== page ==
The 3 symptoms that mean your baby could have a life-threatening case of common virus

CASES of a nasty child virus have increased sharply in recent months, as current figures show.

Respiratory syncytial virus (RSV) is a wintertime virus that can feel like a common cold in adults, but can be life-threatening for some young children.

RSV is the leading cause of death in children under the age of five worldwide

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RSV is the leading cause of death in children under the age of five worldwidePhoto credit: Getty

RSV cases are higher than usual for this time of year, as are cases of other bugs, including the flu.

Data suggests cases among under-five year olds fell by nine percent in the week ended December 8 compared to the previous week.

However, experts assume that it will rise again in the colder months.

Most dangerous to babies, the bug is the leading killer of thousands of children under the age of five around the world.

However, young children who cannot tell adults that they feel sick may not initially show typical cold-like symptoms.

According to the US Centers for Disease Control, these are the only three signs a baby with RSV may show:

  1. irritability
  2. Decreased activity
  3. difficulty breathing

Other symptoms that appear in children of all ages include:

  • Runny nose
  • decrease in appetite
  • Cough
  • Sneeze
  • Fever
  • gasping

The guidance states that symptoms are usually worst between the third and fifth day of the bug, with the cough getting better within three weeks.

If you are concerned about any of your child’s symptoms, you should contact your GP.

In emergencies, you should always call 999.

RSV cases are higher than normal for this time of year, as are cases of other bugs, including the flu.

That’s because RSV has been prevented from circulating as usual during the Covid lockdown, which has seen children stay at home.

In a report from the Academy of Medical Sciences, virus experts said Britain was heading for a “deadly triple mix of Covid-19, influenza and the respiratory virus RSV”. [this winter].

“This could push an already depleted NHS to breaking point this winter if we don’t act now,” it added.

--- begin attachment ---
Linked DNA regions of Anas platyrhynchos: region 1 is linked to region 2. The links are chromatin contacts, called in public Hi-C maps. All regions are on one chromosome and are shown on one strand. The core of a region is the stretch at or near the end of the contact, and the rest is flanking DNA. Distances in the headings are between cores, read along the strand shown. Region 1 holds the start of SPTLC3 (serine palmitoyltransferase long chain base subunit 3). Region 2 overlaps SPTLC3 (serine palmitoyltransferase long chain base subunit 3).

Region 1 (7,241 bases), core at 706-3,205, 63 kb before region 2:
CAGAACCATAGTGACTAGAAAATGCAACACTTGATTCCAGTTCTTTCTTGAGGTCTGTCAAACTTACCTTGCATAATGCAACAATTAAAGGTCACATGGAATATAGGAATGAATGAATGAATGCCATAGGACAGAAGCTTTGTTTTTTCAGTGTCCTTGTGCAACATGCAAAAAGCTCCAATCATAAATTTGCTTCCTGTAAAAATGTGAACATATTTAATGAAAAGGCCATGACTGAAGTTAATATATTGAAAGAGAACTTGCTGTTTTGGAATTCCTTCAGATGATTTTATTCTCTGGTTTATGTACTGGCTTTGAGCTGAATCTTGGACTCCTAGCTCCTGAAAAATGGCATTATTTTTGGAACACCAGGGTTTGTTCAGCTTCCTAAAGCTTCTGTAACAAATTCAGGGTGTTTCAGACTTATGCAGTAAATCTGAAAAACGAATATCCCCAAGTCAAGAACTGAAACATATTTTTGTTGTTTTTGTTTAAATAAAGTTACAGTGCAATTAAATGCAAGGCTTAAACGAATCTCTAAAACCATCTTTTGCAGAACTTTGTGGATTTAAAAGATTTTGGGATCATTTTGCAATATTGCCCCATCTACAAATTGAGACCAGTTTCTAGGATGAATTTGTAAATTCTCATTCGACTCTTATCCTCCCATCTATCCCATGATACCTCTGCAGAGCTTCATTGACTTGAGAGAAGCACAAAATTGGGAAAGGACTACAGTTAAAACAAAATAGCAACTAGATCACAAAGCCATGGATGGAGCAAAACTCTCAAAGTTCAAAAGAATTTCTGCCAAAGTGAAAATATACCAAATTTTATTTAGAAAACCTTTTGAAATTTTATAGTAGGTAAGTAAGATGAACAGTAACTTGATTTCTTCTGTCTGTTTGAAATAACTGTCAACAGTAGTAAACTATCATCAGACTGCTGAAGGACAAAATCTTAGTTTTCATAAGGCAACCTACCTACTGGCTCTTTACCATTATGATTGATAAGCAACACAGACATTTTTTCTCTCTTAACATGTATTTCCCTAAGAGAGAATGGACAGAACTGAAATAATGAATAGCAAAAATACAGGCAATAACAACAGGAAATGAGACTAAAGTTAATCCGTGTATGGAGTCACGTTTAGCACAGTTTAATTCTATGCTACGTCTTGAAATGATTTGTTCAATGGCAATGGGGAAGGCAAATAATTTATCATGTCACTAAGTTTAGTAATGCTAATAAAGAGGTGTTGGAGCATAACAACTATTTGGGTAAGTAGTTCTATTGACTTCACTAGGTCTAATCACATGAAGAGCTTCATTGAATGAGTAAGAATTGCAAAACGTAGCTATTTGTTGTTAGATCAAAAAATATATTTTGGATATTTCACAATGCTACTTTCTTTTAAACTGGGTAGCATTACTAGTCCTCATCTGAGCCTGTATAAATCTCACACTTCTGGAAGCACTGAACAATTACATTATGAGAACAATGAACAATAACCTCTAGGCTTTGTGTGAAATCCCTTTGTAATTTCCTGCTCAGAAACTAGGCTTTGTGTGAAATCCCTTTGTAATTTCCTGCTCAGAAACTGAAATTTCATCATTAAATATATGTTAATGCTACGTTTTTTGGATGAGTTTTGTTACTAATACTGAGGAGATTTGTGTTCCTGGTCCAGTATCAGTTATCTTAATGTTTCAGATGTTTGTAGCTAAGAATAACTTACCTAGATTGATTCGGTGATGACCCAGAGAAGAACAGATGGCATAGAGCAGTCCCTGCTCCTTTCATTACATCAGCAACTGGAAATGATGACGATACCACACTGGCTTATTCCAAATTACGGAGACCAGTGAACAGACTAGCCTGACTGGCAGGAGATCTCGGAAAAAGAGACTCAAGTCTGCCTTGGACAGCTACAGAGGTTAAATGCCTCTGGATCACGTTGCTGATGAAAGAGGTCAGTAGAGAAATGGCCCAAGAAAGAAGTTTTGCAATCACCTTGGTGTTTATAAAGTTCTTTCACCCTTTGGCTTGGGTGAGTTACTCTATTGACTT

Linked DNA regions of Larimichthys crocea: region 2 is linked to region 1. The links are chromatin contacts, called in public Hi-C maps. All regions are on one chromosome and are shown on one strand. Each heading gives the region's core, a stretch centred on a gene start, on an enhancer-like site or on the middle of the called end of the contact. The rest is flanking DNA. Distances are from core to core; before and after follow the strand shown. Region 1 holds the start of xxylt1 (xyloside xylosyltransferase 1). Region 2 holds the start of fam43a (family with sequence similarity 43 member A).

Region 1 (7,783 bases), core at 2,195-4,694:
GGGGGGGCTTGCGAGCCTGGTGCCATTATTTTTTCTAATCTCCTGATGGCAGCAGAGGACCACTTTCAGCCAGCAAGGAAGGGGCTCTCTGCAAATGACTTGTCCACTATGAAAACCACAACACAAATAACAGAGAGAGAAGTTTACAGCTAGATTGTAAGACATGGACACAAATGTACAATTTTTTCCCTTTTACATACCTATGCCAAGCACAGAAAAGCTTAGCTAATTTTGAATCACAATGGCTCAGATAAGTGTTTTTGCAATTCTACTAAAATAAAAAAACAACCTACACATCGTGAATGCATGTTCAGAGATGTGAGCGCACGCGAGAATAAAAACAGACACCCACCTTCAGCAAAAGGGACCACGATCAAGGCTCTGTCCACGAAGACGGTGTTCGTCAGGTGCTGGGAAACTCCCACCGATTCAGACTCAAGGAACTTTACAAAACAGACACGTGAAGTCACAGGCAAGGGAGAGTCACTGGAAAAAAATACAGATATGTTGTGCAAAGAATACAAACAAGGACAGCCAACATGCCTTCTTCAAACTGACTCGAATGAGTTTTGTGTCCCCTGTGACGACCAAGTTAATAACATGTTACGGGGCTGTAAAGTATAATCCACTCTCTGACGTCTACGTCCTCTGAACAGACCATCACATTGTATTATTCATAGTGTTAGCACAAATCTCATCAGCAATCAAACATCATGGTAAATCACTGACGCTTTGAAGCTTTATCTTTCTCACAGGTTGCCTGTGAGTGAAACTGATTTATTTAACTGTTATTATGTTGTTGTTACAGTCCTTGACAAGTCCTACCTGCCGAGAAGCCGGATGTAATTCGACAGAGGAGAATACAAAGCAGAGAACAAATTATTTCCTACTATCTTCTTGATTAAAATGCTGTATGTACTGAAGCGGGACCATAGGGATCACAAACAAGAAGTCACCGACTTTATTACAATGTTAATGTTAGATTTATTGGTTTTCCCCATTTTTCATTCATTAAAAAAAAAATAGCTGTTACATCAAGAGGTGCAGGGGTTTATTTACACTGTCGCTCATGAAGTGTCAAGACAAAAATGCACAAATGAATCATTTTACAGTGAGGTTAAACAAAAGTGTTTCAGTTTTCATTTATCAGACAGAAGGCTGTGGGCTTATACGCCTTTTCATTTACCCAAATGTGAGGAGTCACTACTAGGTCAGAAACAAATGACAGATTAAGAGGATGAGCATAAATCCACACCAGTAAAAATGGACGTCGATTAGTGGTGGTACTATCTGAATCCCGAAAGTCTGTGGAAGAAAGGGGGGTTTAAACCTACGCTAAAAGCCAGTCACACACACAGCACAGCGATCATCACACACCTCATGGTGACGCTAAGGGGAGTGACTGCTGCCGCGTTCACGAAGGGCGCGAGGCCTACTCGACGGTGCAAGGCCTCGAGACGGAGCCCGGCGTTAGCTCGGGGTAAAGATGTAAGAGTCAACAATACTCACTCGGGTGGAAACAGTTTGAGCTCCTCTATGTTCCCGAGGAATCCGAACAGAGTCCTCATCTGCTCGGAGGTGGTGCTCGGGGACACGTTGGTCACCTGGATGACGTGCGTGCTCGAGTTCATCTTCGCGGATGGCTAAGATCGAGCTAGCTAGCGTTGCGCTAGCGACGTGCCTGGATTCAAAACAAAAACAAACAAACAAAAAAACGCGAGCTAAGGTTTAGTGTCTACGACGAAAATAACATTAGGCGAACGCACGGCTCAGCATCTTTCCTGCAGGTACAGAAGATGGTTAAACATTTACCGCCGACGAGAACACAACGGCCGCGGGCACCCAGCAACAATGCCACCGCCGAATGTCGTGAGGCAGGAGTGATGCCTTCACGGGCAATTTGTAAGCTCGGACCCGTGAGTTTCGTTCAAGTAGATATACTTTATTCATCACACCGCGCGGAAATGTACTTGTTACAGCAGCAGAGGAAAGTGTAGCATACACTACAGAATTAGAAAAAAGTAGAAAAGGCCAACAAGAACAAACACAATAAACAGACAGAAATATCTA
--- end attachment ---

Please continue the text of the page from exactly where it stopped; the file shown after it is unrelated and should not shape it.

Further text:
dr Conall Watson, consultant epidemiologist at the UKHSA, said RSV cases are continuing, which is typical of this time of year, particularly in young children.

“For children under the age of two, RSV can be serious — especially for babies and premature babies. Use a tissue to catch coughs and sneezes, then wash your hands to reduce spread to those most at risk.

“Never smoke around a baby and avoid visiting babies when they are sick. If you are concerned your child is experiencing cold symptoms with unusual breathing or difficulty feeding, please contact your GP or NHS 111.

“If your child seems seriously ill, trust your judgment and seek emergency care,” added Dr. Watson added.

There are currently no available treatments or cures for RSV.

But after decades of stalemate, pharmaceutical giant Pfizer announced last week that its new RSV vaccine is 82 percent effective at preventing infants from needing hospitalization, giving hope to parents around the world.

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dr Chrissie Jones, an expert in pediatric infectious diseases at the University of Southampton, says vaccination is “an absolute game changer”.

She says, “If this vaccine were approved by regulators, it would have a significant impact on hospitalizations for RSV disease.”

https://www.the-sun.com/health/6912587/rsv-baby-symptoms/ The 3 symptoms that mean your baby could have a life-threatening case of common virus

Emma James

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